Redesigning Your Office for Extroverts and Introverts
Cubicles were the norm before. Now, it’s open-plan offices.
Neither is a perfect solution. Designing an office that’s conducive to everyone’s productivity is a daunting task in itself because people have different preferences.
A key personality trait that has been given a lot of attention recently is introversion-extroversion, which impacts job fit, preferred environment, and even working style.
Despite common usage, it’s not black-and-white. Introversion-extroversion is more like a spectrum—which side of the scale you lie on determines which one you are, regardless of whether you’re near the middle or at the far end.
Introversion and Extroversion
We’re not quite using the terms correctly, though. Being an extrovert doesn’t necessarily mean you’re loud, noisy, or talkative, and being introverted isn’t about being shy and quiet.
The actual distinguishing factor is what gives you energy: if you get energy from being alone, then you’re an introvert, but if you’re energized by being around people, you’re an extrovert. This means that extroverts actually get drained when they have to spend too much time alone, while introverts can only handle being around other people for so long.
Delving deeper into that, introverts are much more sensitive to stimuli—what excites an extrovert might overwhelm an introvert. Cue the lemon test: if you squeeze a lemon on people’s tongues, introverts will salivate more than extroverts.
Accurate statistics can be hard to obtain, but it’s safe to say that a significant chunk of the population belongs to each group. This means that if you want a more productive workforce, then you have to cater to the needs of both—and a crucial part of this can be reconfiguring your office to be more accommodating and pleasant to work in.
What This Means For the Office
For introverts, it’d be great if you could have places in your office where they can work in solitude if they want to. Even though most companies are converting to open-space offices now, there are studies that say that these might be more distracting than collaborative.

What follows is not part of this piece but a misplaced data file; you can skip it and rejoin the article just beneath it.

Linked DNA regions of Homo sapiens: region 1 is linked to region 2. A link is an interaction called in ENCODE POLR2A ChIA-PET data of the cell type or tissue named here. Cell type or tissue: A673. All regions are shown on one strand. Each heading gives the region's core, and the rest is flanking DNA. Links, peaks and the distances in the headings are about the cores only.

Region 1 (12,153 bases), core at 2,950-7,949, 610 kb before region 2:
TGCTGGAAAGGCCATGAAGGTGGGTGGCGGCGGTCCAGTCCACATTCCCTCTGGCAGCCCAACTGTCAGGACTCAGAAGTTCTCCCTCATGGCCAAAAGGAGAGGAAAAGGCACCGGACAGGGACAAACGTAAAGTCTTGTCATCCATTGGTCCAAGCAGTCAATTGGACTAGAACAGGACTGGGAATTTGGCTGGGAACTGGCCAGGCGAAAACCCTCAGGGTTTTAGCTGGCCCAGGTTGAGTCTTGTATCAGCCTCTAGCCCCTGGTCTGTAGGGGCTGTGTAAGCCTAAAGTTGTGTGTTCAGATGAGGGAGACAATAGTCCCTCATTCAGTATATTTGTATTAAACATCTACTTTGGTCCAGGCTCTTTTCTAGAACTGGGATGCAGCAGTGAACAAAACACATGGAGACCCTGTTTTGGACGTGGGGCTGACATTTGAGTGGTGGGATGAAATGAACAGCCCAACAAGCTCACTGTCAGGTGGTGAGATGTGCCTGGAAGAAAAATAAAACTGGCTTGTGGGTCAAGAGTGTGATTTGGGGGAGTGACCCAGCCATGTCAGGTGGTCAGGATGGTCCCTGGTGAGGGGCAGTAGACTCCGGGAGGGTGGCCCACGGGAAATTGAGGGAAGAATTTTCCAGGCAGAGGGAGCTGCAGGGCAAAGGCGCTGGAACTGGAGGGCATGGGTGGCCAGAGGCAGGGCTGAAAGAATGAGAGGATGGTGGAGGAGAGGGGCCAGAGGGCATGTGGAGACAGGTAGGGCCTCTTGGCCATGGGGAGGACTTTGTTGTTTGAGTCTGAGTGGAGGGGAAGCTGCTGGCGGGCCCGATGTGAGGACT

Introverts naturally prefer having a lot of quiet time to think, and might get stressed if they get a seat right next to the door or have to deal with frequent interruptions. Another way that they establish boundaries is putting on earphones to block out noise.
On the other hand, extroverts probably feel uncomfortable when forced to stay inside a cubicle the whole day. Because interacting with other people gets their energy levels up, it’s second nature for them to engage in conversation and banter with coworkers, and they’d be happy to have a space where they can easily reach out to other people.
Unlike introverts who get their best ideas when thinking through something on their own, extroverts tend to come up with insights when talking to others.
But regardless of whether they’re introverted or extroverted, people still need both privacy and socializing. The best office design, then, would have different rooms that cater to both of these needs.
This makes sense when you consider that the ideal workspace may also vary per department—teams such as sales need space to interact, while product-oriented teams like design and development require solitude for deep work.
The solution to this would be an office with open-plan rooms, but also with plenty of comfortable nooks and quiet spaces, as well as meeting rooms where people can gather. People generally feel happier when they can choose where to work: give people their own desks, yes, but let them have the freedom to move around and work wherever they want in the office.
It may seem like a lot effort to customize your office with introversion-extroversion in mind, but consider that employees will be spending most of their day inside your office. Physical environment will definitely have a huge impact on their productivity, and you’d rather get it right at once rather than having to remodel or redesign when feedback streams in.